Eyespots and tails are found in many lycaenid butterflies and these divert the attention of predators from the more vital head region. An alternative theory is that these cause ambush predators such as spiders to approach from the wrong end and allow for early visual detection.[42]

A butterfly's hind wings are thought to allow the butterfly to take swift, tight turns to evade predators.[43]

Notable species

Rusty-tipped Page (Siproeta epaphus), Butterfly World (Florida)

There are between 15,000 and 20,000 species of butterflies worldwide. Some well-known species from around the world include:

In culture

Art

Artistic depictions of butterflies have been used in many cultures including Egyptian hieroglyphs 3500 years ago.[44] Today, butterflies are widely used in various objects of art and jewelry: mounted in frame, embedded in resin, displayed in bottles, laminated in paper, and used in some mixed media artworks and furnishings.[45] Butterflies have also inspired the "butterfly fairy" as an art and fictional character, including in the Barbie Mariposa film.

Symbolism

According to the “Butterflies” chapter in Kwaidan: Stories and Studies of Strange Things, by Lafcadio Hearn, a butterfly is seen as the personification of a person's soul; whether they be living, dying, or already dead. One Japanese superstition says that if a butterfly enters your guestroom and perches behind the bamboo screen, the person whom you most love is coming to see you. However, large numbers of butterflies are viewed as bad omens. When Taira no Masakado was secretly preparing for his famous revolt, there appeared in Kyoto so vast a swarm of butterflies that the people were frightened — -thinking the apparition to be a portent of coming evil.[46]

The Russian word for "butterfly", бабочка (bábochka), also means "bow tie". It is a diminutive of "baba" or "babka" (= "woman, grandmother, cake"), whence also "babushka" = "grandmother".

The Ancient Greek word for "butterfly" is ψυχή (psȳchē), which primarily means "soul", "mind".[47]

According to Mircea Eliade's Encyclopedia of Religion, some of the Nagas of Manipur trace their ancestry from a butterfly.[48]

Butterfly and Chinese wisteriaflowers, by Xü Xi (c.886–c.975), painted around 970 during the early Song Dynasty.

In Chinese culture two butterflies flying together are a symbol of love. Also a famous Chinese folk story called Butterfly Lovers. The Taoist philosopher Zhuangzi once had a dream of being a butterfly flying without care about humanity, however when he woke up and realized it was just a dream, he thought to himself "Was I before a man who dreamt about being a butterfly, or am I now a butterfly who dreams about being a man?"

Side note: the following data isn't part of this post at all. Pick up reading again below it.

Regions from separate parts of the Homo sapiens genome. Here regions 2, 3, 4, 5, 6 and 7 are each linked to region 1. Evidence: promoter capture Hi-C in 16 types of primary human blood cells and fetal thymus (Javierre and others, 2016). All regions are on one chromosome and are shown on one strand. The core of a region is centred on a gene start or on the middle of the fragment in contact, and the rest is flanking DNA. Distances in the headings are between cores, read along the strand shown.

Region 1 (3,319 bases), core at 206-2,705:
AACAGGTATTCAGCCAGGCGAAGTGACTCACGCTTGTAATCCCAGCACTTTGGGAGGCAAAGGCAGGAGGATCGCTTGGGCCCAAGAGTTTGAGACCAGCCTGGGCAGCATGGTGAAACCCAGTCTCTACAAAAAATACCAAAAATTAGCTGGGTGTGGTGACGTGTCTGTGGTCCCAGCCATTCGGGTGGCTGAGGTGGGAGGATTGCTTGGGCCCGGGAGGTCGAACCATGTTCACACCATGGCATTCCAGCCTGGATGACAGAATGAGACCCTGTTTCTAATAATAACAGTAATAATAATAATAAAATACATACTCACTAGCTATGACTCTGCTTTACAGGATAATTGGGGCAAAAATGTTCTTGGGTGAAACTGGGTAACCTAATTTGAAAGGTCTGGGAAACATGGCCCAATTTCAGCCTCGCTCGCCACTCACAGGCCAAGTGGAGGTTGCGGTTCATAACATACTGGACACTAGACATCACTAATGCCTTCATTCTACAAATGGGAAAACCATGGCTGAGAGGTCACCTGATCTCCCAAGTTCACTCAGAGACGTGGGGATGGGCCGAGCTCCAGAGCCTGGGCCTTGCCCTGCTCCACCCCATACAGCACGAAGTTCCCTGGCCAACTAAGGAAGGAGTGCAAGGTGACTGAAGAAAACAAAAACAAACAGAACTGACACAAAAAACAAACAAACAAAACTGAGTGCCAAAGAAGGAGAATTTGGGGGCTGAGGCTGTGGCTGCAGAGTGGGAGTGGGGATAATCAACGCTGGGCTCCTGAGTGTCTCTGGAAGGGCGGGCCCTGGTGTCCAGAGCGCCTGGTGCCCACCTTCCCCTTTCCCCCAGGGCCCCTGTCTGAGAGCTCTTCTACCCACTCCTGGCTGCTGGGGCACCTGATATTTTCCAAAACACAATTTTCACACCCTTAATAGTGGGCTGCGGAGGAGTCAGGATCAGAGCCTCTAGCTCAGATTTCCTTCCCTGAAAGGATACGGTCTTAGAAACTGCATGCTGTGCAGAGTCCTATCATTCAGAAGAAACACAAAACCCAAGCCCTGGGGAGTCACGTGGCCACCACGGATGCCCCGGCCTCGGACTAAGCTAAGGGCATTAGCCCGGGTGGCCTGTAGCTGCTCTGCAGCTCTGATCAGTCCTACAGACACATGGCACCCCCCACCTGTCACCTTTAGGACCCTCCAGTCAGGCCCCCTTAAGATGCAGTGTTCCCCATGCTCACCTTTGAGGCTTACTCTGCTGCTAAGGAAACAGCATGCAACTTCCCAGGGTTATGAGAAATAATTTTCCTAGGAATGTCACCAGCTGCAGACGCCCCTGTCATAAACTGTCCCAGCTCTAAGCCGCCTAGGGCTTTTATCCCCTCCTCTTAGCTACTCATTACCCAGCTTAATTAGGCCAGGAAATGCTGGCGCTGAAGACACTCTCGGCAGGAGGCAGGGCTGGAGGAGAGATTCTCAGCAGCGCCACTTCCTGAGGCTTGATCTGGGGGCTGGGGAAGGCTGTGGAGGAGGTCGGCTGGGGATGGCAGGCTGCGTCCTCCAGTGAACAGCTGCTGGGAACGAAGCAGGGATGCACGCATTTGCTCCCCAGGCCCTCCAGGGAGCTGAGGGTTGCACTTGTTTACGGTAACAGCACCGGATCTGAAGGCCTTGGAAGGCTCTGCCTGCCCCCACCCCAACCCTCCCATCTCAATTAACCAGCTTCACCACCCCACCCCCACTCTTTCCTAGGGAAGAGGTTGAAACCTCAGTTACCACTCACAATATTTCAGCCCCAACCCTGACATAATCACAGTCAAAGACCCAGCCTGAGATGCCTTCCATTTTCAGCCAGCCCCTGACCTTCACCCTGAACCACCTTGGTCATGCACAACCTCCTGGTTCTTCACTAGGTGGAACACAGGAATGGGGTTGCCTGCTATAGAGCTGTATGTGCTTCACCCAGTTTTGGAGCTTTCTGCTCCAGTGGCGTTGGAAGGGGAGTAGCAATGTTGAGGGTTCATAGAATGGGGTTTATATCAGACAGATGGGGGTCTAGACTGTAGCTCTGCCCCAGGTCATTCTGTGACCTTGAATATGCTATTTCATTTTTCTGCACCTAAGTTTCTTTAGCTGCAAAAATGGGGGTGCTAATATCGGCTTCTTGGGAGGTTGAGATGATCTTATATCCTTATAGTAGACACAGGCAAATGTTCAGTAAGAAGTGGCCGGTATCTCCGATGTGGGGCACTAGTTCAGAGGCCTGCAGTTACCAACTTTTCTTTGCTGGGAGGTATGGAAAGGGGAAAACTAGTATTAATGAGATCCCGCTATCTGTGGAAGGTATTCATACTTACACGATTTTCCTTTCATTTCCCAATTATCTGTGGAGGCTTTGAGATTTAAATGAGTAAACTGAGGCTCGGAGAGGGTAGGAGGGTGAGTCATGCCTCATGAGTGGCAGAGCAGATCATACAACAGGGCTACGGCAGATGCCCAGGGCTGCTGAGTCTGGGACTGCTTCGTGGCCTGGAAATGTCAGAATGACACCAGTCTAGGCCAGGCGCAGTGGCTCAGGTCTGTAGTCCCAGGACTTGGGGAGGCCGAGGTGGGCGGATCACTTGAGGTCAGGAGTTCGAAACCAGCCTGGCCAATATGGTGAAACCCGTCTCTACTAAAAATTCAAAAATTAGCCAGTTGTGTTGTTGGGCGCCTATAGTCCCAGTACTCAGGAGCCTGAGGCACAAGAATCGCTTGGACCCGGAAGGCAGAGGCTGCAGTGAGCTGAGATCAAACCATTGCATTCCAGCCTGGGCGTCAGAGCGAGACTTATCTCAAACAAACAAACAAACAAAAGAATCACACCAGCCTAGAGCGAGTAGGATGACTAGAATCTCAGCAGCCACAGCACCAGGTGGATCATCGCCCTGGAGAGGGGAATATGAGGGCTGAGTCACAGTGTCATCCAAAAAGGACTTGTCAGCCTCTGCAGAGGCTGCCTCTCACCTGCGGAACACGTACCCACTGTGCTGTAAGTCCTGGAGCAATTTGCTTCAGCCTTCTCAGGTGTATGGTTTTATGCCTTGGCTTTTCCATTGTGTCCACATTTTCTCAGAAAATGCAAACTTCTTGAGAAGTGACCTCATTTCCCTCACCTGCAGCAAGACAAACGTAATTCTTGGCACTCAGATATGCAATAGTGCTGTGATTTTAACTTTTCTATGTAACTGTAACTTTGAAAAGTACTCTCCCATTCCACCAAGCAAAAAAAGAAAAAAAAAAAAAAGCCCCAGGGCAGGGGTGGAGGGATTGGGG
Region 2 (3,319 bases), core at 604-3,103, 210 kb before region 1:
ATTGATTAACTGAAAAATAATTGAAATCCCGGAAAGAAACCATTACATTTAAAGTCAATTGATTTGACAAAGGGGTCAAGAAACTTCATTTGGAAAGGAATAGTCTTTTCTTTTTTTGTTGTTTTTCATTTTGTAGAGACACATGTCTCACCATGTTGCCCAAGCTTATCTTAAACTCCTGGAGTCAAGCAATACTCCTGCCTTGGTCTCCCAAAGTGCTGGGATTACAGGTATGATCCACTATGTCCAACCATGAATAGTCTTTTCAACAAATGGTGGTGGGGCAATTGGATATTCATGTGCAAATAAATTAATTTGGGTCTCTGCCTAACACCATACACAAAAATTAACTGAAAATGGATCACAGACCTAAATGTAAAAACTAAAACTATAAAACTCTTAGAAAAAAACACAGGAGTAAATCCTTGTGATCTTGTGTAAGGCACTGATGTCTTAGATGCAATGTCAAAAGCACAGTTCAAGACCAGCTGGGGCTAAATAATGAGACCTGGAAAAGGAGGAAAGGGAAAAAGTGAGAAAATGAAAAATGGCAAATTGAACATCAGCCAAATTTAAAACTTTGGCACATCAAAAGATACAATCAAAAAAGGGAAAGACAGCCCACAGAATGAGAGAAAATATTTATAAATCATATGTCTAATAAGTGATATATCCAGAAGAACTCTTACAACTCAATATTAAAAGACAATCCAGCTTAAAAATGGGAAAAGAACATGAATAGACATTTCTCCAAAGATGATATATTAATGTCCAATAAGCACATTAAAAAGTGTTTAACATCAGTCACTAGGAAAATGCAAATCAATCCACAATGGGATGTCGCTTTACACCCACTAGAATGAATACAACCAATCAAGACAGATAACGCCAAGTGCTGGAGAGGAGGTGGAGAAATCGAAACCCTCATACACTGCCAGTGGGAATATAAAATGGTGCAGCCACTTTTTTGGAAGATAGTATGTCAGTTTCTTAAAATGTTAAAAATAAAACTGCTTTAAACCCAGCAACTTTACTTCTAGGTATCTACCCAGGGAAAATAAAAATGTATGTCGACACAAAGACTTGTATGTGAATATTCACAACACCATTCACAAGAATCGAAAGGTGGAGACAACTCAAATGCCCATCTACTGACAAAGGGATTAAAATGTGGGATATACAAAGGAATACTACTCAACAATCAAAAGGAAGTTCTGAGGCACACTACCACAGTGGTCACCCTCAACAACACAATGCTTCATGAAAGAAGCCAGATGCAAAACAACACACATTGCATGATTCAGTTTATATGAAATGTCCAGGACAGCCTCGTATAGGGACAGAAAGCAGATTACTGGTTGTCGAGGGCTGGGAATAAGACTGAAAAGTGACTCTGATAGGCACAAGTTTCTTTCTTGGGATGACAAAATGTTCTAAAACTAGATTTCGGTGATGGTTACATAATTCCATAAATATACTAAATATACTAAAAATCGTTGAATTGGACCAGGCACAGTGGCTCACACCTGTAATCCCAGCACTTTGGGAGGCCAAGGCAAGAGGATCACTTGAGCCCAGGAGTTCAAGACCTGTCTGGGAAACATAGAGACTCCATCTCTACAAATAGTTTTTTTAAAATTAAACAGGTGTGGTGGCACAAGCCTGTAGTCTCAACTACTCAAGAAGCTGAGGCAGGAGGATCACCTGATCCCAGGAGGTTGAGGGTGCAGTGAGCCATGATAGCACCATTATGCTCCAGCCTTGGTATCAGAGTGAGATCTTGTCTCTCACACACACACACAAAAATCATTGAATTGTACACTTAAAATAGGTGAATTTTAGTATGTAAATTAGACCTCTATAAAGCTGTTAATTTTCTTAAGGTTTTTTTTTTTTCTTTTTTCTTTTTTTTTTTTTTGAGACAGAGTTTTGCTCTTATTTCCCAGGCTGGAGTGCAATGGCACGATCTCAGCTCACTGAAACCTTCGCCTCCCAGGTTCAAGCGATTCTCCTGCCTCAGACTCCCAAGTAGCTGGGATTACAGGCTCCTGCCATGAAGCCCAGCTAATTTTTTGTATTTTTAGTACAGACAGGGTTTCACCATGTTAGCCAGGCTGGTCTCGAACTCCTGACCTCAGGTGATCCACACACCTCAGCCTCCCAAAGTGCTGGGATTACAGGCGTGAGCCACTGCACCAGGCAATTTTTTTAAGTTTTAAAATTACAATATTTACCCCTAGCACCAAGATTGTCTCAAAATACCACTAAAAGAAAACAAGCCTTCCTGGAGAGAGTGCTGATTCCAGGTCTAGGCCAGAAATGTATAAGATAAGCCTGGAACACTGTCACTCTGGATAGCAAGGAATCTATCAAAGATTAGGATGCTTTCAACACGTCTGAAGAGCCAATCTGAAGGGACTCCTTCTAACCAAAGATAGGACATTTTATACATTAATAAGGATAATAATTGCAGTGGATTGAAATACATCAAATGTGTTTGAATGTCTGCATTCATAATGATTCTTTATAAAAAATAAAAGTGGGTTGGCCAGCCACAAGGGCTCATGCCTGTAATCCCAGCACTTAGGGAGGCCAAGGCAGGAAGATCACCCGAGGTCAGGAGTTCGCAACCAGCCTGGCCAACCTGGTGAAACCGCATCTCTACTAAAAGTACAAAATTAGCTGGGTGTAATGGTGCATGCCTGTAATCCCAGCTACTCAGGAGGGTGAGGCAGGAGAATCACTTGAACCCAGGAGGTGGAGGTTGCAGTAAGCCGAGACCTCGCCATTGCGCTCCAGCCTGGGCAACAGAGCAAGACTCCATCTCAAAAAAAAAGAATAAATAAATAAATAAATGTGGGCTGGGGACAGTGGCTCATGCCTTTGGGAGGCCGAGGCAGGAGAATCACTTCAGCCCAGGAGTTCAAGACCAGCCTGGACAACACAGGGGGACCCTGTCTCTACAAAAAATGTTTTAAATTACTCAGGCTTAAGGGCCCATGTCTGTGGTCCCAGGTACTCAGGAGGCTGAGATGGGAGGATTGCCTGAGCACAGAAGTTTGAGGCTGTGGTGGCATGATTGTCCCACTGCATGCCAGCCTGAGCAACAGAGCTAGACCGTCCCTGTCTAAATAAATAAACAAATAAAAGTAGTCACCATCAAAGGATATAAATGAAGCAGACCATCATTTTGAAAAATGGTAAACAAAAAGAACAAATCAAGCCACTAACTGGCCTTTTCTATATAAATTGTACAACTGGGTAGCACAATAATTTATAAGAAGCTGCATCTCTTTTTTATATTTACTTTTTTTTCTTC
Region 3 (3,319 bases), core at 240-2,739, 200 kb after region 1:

In some old cultures, butterflies also symbolize rebirth into a new life after being inside a cocoon for a period of time.

Jose Rizal delivered a speech in 1884 in a banquet and mentioned "the Oriental chrysalis ... is about to leave its cocoon" comparing the emergence of a "new Philippines" with that of butterfly metamorphosis.[49] He has also often used the butterfly imagery in his poems and other writings to express the Spanish Colonial Filipinos' longing for liberty.[50] Much later, in a letter to Ferdinand Blumentritt, Rizal compared his life in exile to a weary butterfly with sun-burnt wings.[51]

Der Schmetterlingsjäger (The butterfly hunter) by Carl Spitzweg (1840), a depiction from the era of butterfly collection.

Some people say that when a butterfly lands on you it means good luck.[citation needed] However, in Devonshire, people would traditionally rush around to kill the first butterfly of the year that they see, or else face a year of bad luck.[52] Also, in the Philippines, a lingering black butterfly or moth in the house is taken to mean that someone in the family has died or will soon die.[53][54]

The idiom "butterflies in the stomach" is used to describe a state of nervousness.

In the NBC television show "Kings", butterflies are the national symbol of the fictional nation of Gilboa and a sign of God's favor.

Technological inspiration

Researches on the wing structure of Palawan Birdwing butterflies led to new wide wingspan kite and aircraft designs.[55]

Studies on the reflection and scattering of light by the scales on wings of swallowtail butterflies led to the innovation of more efficient light-emitting diodes.[56]

The structural coloration of butterflies is inspiring nanotechnology research to produce paints that do not use toxic pigments and in the development of new display technologies.

The discoloration and health of butterflies in butterfly farms, is now being studied for use as indicators of air quality in several cities.[57]

See also

Cited references

  1. ^ Powell, J. A. 1987. Records of prolonged diapause in Lepidoptera. J. Res. Lepid. 25: 83-109.
  2. ^ Devries, P.J. (1988). "The larval ant-organs of Thisbe irenea (Lepidoptera: Riodinidae) and their effects upon attending ants". Zoological Journal of the Linnean Society 94: 379. doi:10.1111/j.1096-3642.1988.tb01201.x.